03/09/2013 08:42 BST | Updated 02/11/2013 05:12 GMT

"Can I Get You Anything Else Sir?" "No. F*** Off"

n my job on the cloakroom of a London bar I was called a b****, a c***, a t*** and a t***ing, b****y c***ing s***. Mainly this was because it was in my job description to charge people five pounds on the door.

A wave of euphoria flooded over me as I stepped out the door on - hopefully - my last ever day of a job in the service industry. I mean no offense to anyone in service jobs, I have had many. The thing I breathed the biggest lungful of relief about wasn't the hours, the night buses home, the correcting of the always wrongly calculated hourly wage. It was the stinking, horrible, general public. The very same public who I now deal with on a daily basis. My friends, people I chat to at work, myself.

The public aren't a separate entity to the cities population, but we seem to hold the ability to turn into total, obnoxious morons when faced with someone working in the position of service, whether that be bar, transport, or shop. The clue is in the name. We live in a society of servitude that has long since waved goodbye to the acceptance that we do. No one holds slaves any more, very few have fully staffed houses. We would shudder to think that we still relied on this model of superiority. And yet we don't seem to be able to shake off the power surge and torrent of abuse we are capable of hurling about to members of the service industry.

One huge cause of this, is the pathetic phrase I have heard myself from wimpy managers time and again, "the customer's always right". As long as we smile and offer them a free coffee next time, who cares if they've told us they hope our mum dies of cancer, the company won't get a complaint letter, we get to keep our job and then the irritating advice that always comes up, "you're better than that, don't rise to it". I'm not better than that, I want to throw them through the nearest window. The problem is, we as the general public know this rule. We know that if someone is standing slightly in the way of what we want, or are enraged that our coffee order is wrong, we know they have a choice between being delightful to us or risking getting a talking down. With this in mind, or at least subconscious, people feel perfectly capable of throwing up abuse they wouldn't dare say to a stranger in the street.

In my job on the cloakroom of a London bar I was called a b****, a c***, a t*** and a t***ing, b****y c***ing s***. Mainly this was because it was in my job description to charge people five pounds on the door. On trying to stop one pushy woman from entering without paying she screamed at my manager, "if this bitch talks to me one more time I'm going to smash her face in". And this was an upmarket bar, this was a well dressed business woman who I imagine if she had made it far enough into the club wasn't on the search for a fight with her fellow bar frequenters. She honestly believed she was allowed to speak to me like that, it was a short burst, most probably born of frustration throughout the day. Her inner ogre blasting out and passing onto someone who wasn't of a level for her to care about. On her way downstairs - ushered by security - she threw her parting shot, "you do realise you're a f***ing whore right, and that's why you take people's coats for a living?!"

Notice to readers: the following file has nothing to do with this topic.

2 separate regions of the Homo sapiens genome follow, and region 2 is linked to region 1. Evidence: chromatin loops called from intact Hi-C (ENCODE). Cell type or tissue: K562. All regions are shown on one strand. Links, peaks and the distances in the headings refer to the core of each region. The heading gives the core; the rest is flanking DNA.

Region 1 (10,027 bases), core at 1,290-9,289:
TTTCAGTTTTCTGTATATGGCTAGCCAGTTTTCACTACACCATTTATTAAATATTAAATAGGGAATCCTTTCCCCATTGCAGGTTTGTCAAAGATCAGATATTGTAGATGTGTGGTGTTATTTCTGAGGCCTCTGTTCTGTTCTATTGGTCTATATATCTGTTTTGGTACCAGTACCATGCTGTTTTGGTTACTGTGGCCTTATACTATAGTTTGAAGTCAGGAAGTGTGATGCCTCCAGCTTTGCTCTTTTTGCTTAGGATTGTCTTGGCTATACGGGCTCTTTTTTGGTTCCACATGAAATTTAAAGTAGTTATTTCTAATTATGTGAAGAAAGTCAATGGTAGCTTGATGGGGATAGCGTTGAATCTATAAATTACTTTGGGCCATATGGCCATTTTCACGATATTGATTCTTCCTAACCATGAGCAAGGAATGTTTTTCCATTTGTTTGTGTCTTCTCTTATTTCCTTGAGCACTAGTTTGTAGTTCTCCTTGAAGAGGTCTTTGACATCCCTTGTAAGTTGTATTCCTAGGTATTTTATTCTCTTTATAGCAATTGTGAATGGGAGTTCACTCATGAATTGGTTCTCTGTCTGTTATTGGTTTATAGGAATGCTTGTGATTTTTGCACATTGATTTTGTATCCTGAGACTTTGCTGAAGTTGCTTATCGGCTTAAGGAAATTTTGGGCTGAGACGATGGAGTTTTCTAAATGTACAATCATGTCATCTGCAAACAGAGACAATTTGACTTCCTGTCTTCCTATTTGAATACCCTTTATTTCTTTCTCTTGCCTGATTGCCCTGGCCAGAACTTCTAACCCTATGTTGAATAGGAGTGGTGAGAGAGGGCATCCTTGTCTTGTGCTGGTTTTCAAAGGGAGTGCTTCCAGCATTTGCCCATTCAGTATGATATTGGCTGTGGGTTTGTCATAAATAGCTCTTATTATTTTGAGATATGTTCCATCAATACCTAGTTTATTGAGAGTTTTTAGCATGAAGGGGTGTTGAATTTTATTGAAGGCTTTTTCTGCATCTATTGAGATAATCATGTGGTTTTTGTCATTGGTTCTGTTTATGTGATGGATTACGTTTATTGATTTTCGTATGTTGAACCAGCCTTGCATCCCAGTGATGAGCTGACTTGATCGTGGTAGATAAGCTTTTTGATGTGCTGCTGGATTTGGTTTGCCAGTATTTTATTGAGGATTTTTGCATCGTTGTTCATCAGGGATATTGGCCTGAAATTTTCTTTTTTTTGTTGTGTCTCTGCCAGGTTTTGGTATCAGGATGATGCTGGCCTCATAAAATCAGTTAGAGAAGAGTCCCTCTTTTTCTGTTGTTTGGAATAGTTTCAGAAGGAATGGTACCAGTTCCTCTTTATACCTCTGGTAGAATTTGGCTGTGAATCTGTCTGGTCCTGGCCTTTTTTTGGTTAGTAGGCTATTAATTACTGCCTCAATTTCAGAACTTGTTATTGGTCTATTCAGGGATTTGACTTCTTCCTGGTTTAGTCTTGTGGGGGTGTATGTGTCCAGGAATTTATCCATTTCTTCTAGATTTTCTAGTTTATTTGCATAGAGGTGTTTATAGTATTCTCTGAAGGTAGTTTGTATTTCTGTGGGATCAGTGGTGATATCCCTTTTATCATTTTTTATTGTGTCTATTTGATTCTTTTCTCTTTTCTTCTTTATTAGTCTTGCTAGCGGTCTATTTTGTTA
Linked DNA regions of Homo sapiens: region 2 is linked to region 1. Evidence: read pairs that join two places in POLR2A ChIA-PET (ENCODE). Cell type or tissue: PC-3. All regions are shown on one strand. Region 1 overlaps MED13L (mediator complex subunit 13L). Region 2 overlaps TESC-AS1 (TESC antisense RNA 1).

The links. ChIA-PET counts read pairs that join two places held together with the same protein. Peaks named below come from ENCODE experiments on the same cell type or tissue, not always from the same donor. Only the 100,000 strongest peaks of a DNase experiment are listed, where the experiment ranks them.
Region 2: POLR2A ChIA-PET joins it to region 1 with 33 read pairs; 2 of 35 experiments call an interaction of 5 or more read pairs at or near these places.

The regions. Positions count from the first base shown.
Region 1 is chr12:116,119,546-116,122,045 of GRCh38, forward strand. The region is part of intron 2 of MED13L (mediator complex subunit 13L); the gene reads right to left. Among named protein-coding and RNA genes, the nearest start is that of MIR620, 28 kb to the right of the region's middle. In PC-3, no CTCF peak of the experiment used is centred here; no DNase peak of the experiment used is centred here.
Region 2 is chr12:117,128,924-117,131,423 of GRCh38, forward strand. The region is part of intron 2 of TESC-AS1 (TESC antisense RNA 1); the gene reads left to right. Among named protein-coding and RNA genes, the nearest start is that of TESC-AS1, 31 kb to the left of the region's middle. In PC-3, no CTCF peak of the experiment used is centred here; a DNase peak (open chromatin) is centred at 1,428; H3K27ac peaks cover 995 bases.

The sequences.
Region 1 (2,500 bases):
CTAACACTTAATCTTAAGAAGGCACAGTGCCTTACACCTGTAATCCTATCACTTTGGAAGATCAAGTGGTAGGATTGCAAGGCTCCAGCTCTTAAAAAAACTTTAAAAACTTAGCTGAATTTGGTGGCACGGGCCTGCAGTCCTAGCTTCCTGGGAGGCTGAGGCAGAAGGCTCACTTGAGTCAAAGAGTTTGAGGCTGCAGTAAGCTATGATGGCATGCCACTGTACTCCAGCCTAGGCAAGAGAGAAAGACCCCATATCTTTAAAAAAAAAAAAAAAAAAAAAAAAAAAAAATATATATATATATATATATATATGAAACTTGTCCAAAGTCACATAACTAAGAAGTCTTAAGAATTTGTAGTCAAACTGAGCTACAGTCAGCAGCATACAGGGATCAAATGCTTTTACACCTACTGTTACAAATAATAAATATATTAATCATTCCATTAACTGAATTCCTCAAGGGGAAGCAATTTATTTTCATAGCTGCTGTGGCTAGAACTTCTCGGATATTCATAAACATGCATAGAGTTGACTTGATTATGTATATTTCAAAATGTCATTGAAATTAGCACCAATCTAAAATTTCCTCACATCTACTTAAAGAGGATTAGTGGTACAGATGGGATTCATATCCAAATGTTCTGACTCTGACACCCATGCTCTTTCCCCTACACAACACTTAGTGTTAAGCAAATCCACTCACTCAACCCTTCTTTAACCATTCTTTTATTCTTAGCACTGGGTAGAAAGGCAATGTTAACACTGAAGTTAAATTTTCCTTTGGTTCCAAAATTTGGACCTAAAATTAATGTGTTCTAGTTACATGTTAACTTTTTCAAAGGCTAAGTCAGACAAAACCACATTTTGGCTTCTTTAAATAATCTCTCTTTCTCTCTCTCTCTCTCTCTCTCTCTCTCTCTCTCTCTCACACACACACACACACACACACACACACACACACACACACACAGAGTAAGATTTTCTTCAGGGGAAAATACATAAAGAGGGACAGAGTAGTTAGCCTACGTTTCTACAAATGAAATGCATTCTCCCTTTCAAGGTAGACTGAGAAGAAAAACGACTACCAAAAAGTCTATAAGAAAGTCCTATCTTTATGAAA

If I was a whore, I'd be taking more than your coat and I'd be earning a hell of a lot more money. I know this to laugh about now, but it gets to you. In a slow, burning a hole in your soul kind of a way. By the end of the night I was a snarling rottweiler, snapping at people as they came through the doors and throwing hangers about the cloakroom like a maniac.

It's the snobbiness, the expectation that because you are in a position of serving, you are in some way lower. People who have grown up without ever having to take a service job fail to understand that the majority of these staff are doing it to supplement something else. That birdbrain you're screaming at for forgetting your soya milk was meant to be heated to 5 degrees more than usual is probably concentrating more on their own degree than the degrees of your precious morning drink.

So why do we do it? And yes, I do it too. Not so much the personal insult variety, I tend to do they eye rolling at jobsworths (who are actually just people relaying what they've been told to do so they can keep on doing it and paying their rent). This too is referred exasperation. Companies are so huge that you never deal with the person who got the thing wrong in the first place. Often that thing is a computer, leaving some baffled sod to read pre ordained lines and try to talk you through something they don't even fully get. It's a crazy set up, it makes me furious and often it makes me shout. And it's only when I leave that I remember I've abused a total innocent. Whether it's frustration from life in general, and the nearest, indefensible punch bag seems like the safest bet, or frustration at the smiling/dying face of the faceless companies representative, we seem incapable of controlling ourselves. I'm not sure I'll ever grow out of it, though I'm weirdly pleased to have been on the receiving end of it. At least I know, when I'm standing red in the face, waving my hands around screaming about full names and complaint letters, the person I'm screaming at is slowly zoning out, caring very little for what I'm saying and wishing I'd shut up. And that nine times out of ten, there is a small crowd forming behind me, rolling their eyes and laughing.